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Innovations from a Robot Rally

This year's Grand Challenge competition spurred advances in laser sensing, computer vision and autonomous navigation-not to mention a thrilling race for the $2-million prize
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The most valuable and complex component in a modern vehicle typically is also the most unreliable part of the system. Driving accidents usually have both a human cause and a human victim. To certain engineers--especially those who build robots--that is a problem with an obvious solution: replace the easily distracted, readily fatigued driver with an ever attentive, never tiring machine.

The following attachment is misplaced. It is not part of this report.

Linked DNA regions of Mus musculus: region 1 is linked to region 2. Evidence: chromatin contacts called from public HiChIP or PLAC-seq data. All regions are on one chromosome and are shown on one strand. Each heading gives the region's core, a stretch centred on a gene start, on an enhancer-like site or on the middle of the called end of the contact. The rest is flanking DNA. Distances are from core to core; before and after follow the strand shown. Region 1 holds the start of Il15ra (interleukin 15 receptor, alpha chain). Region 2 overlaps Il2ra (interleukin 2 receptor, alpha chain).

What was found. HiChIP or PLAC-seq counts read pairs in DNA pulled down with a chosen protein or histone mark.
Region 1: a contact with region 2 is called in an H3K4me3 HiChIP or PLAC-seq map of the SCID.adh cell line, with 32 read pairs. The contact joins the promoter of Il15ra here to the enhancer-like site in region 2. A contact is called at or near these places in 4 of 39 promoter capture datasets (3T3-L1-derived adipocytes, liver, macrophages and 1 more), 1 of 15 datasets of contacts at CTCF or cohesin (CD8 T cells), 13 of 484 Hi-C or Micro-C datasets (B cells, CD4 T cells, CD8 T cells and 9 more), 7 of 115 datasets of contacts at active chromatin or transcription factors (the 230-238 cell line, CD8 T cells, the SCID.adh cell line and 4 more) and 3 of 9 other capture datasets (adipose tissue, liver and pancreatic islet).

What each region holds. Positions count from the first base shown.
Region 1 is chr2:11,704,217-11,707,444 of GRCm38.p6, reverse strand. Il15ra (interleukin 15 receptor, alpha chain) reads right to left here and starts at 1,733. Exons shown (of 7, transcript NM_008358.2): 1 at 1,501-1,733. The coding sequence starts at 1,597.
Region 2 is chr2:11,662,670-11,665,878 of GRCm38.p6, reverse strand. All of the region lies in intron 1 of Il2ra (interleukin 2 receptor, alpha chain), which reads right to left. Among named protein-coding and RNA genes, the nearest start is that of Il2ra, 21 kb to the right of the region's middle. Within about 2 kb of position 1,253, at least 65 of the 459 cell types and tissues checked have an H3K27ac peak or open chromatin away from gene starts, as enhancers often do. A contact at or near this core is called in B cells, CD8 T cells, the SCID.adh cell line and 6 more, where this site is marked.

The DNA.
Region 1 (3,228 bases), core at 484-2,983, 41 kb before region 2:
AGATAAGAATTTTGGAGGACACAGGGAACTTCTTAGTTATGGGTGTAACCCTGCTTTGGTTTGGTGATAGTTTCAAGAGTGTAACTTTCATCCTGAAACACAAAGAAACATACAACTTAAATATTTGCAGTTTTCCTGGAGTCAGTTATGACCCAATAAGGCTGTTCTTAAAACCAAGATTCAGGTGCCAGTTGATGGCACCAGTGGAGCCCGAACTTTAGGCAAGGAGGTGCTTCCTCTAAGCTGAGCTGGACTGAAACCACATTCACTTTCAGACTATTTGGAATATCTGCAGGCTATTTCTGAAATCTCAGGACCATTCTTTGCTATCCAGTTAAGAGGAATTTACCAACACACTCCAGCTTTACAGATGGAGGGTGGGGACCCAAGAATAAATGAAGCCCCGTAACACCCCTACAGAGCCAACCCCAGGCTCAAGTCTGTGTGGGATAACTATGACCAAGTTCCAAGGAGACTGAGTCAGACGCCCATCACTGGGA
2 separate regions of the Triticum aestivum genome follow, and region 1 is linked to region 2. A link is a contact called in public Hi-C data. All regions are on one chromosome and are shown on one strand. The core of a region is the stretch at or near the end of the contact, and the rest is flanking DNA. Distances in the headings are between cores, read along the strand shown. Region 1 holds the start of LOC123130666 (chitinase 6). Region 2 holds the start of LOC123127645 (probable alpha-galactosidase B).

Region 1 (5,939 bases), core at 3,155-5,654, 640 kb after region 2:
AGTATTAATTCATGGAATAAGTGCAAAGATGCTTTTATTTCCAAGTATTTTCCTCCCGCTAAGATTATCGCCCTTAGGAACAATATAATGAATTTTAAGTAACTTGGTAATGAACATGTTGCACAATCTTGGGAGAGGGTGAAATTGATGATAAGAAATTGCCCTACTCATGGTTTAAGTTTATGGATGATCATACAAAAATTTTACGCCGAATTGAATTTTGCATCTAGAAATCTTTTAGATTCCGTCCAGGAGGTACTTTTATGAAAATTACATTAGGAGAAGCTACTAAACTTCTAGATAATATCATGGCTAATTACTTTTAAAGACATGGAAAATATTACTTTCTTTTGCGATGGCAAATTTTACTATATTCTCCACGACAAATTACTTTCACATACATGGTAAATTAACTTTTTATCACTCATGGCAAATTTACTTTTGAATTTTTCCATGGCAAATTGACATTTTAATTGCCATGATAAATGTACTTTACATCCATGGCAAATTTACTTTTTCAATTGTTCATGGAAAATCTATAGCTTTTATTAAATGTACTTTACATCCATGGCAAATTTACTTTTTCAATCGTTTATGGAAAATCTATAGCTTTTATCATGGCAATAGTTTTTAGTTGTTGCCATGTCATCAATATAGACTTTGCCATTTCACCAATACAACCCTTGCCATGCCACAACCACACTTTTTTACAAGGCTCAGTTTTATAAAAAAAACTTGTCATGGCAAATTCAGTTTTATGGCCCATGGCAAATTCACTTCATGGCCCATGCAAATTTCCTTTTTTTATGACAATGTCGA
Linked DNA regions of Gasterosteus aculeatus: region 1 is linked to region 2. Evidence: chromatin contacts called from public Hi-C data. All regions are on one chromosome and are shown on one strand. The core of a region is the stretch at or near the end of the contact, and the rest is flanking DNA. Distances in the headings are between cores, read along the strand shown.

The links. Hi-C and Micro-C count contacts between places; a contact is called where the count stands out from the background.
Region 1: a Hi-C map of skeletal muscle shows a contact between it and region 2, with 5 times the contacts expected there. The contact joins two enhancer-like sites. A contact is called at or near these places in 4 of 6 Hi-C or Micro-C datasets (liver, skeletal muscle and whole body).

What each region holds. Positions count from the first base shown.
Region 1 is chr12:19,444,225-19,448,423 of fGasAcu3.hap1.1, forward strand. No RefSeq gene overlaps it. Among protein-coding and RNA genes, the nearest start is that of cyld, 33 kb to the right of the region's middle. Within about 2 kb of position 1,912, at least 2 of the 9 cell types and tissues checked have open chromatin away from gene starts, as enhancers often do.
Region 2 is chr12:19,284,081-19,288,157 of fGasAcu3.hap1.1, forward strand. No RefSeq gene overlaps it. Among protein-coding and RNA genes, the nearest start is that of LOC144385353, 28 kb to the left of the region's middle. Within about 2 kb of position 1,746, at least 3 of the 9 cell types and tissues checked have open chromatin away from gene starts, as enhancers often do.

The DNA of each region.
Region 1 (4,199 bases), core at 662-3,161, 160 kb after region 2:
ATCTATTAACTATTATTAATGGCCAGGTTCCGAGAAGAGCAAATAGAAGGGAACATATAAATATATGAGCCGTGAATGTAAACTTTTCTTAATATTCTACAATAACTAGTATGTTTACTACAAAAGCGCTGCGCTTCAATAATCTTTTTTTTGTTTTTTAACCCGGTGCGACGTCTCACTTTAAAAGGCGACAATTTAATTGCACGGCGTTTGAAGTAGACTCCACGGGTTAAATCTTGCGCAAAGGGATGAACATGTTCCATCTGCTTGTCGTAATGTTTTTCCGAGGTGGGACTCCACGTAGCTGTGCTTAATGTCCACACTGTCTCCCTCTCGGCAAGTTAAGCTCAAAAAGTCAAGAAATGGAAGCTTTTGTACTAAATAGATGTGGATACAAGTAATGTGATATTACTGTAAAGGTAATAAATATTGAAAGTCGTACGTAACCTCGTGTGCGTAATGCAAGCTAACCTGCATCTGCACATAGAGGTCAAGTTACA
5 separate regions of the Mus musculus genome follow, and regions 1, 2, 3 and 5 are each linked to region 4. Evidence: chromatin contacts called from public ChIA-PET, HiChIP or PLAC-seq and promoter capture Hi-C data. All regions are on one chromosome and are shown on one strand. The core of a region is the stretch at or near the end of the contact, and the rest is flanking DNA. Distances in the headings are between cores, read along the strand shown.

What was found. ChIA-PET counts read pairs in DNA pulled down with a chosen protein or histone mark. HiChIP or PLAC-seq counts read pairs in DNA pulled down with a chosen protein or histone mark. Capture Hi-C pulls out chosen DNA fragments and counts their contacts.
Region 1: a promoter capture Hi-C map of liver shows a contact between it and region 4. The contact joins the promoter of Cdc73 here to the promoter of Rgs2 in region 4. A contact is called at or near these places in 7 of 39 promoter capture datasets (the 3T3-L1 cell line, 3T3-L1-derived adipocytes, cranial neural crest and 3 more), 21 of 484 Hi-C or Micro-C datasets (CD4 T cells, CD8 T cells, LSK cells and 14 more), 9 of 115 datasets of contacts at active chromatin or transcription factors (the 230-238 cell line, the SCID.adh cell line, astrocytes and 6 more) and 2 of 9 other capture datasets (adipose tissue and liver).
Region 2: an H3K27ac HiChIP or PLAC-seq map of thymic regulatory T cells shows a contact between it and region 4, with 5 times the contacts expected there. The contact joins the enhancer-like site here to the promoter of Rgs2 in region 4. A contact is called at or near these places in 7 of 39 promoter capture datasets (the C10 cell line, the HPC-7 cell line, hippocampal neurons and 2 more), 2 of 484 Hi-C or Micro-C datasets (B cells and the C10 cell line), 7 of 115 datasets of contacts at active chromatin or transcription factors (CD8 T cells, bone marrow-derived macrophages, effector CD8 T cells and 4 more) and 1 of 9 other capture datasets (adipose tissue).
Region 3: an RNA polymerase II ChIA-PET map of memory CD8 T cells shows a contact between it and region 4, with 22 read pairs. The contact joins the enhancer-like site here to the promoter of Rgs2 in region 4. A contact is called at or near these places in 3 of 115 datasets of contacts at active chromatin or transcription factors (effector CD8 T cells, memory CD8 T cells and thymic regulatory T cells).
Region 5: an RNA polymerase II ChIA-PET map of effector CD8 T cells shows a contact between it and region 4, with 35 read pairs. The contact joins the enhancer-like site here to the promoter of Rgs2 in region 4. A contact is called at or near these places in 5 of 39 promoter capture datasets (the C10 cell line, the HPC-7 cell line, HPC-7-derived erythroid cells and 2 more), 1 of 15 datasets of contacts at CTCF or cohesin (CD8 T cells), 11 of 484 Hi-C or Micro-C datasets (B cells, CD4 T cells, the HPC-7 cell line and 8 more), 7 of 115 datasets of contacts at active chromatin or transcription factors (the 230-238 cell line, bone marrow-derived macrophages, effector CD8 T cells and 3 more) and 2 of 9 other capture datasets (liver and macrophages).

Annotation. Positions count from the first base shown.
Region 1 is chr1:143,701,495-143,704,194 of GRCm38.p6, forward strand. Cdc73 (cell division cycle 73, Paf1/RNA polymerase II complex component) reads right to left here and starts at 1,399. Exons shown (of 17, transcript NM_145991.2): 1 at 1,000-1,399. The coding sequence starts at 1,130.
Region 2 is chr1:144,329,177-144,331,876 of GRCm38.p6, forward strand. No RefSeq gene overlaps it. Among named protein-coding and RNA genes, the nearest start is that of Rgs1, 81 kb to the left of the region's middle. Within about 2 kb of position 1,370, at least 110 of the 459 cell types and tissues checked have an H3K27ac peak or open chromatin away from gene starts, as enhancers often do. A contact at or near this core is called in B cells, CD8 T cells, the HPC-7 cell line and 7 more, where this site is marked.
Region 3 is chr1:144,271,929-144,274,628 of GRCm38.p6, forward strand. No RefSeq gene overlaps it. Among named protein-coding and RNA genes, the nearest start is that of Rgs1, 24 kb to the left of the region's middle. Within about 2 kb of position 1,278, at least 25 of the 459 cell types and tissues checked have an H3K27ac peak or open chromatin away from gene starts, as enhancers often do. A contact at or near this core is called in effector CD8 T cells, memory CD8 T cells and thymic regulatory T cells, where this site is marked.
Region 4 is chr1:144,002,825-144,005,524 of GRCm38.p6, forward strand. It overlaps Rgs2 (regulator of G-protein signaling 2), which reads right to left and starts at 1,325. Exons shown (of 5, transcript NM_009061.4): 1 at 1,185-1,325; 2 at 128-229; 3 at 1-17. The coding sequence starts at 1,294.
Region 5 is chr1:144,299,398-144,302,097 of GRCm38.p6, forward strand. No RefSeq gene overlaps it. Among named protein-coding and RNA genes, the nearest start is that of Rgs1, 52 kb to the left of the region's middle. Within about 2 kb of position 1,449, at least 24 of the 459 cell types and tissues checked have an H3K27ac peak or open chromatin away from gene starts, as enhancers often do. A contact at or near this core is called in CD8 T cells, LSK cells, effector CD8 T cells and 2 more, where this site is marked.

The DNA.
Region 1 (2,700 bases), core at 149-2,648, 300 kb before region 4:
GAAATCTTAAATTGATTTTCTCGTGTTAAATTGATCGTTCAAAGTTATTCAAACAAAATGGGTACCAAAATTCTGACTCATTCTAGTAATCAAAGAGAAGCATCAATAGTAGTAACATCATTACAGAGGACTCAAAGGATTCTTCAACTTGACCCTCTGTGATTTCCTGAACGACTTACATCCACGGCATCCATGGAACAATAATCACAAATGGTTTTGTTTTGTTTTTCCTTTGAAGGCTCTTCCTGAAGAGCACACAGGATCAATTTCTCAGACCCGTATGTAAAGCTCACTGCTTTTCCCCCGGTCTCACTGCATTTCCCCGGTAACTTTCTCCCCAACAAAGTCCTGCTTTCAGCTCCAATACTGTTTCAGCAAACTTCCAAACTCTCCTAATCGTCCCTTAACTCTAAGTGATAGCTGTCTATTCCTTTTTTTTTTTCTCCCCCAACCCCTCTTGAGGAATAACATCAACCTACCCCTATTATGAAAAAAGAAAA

The U.S. military, which has been losing soldiers to roadside bombs in Iraq for several years, is particularly keen on this idea. But by 2002 more than a decade of military-funded research on autonomous ground vehicles had produced only a few slow and clumsy prototypes.

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